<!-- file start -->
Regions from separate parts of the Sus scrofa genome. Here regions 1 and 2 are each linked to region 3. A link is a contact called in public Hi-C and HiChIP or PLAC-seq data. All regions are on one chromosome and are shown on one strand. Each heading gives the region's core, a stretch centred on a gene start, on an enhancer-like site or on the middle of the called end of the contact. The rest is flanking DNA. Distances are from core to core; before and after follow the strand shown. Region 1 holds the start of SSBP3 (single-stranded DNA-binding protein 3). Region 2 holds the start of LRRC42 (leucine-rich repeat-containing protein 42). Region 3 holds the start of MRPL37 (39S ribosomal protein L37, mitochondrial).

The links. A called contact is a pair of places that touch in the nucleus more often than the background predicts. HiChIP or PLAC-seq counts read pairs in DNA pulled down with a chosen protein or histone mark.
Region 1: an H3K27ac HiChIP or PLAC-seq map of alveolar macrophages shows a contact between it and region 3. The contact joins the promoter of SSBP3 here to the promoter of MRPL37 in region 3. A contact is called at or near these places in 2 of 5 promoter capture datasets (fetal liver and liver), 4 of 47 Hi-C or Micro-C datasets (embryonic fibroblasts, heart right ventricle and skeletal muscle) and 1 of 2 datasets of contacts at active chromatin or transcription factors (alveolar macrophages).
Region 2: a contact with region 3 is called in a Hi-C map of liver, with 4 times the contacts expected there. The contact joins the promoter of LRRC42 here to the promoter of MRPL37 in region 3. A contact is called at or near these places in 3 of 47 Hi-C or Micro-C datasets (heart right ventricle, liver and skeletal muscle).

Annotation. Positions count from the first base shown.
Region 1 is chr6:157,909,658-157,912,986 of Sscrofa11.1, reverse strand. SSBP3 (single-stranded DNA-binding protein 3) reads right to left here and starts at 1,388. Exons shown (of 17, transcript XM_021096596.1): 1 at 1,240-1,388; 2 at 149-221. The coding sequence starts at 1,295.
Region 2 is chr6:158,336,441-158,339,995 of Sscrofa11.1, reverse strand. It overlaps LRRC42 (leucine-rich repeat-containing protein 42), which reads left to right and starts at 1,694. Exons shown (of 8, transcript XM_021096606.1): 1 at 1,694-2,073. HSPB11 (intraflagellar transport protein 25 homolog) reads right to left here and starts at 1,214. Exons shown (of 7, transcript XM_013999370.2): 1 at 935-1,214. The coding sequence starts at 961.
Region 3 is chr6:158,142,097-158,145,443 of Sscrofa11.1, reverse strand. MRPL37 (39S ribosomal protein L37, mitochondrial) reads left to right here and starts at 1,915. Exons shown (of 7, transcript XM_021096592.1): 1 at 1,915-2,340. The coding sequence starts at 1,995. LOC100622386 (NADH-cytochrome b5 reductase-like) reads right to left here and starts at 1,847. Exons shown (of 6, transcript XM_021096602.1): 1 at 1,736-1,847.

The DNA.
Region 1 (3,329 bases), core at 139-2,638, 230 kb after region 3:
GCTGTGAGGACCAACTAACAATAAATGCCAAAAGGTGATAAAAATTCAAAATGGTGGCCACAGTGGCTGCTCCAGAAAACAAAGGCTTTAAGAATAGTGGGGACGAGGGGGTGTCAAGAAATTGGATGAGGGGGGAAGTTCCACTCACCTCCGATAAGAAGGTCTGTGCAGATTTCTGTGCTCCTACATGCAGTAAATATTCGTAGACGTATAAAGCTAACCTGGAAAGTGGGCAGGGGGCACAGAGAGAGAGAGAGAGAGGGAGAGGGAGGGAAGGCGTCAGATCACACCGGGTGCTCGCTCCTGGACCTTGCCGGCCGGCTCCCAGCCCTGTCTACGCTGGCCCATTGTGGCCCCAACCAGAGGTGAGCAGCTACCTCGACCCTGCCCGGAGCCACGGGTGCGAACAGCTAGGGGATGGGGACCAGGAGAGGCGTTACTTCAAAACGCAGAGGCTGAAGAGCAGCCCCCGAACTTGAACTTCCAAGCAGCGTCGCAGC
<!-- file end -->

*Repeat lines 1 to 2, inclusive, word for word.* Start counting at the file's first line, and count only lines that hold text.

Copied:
Regions from separate parts of the Sus scrofa genome. Here regions 1 and 2 are each linked to region 3. A link is a contact called in public Hi-C and HiChIP or PLAC-seq data. All regions are on one chromosome and are shown on one strand. Each heading gives the region's core, a stretch centred on a gene start, on an enhancer-like site or on the middle of the called end of the contact. The rest is flanking DNA. Distances are from core to core; before and after follow the strand shown. Region 1 holds the start of SSBP3 (single-stranded DNA-binding protein 3). Region 2 holds the start of LRRC42 (leucine-rich repeat-containing protein 42). Region 3 holds the start of MRPL37 (39S ribosomal protein L37, mitochondrial).

The links. A called contact is a pair of places that touch in the nucleus more often than the background predicts. HiChIP or PLAC-seq counts read pairs in DNA pulled down with a chosen protein or histone mark.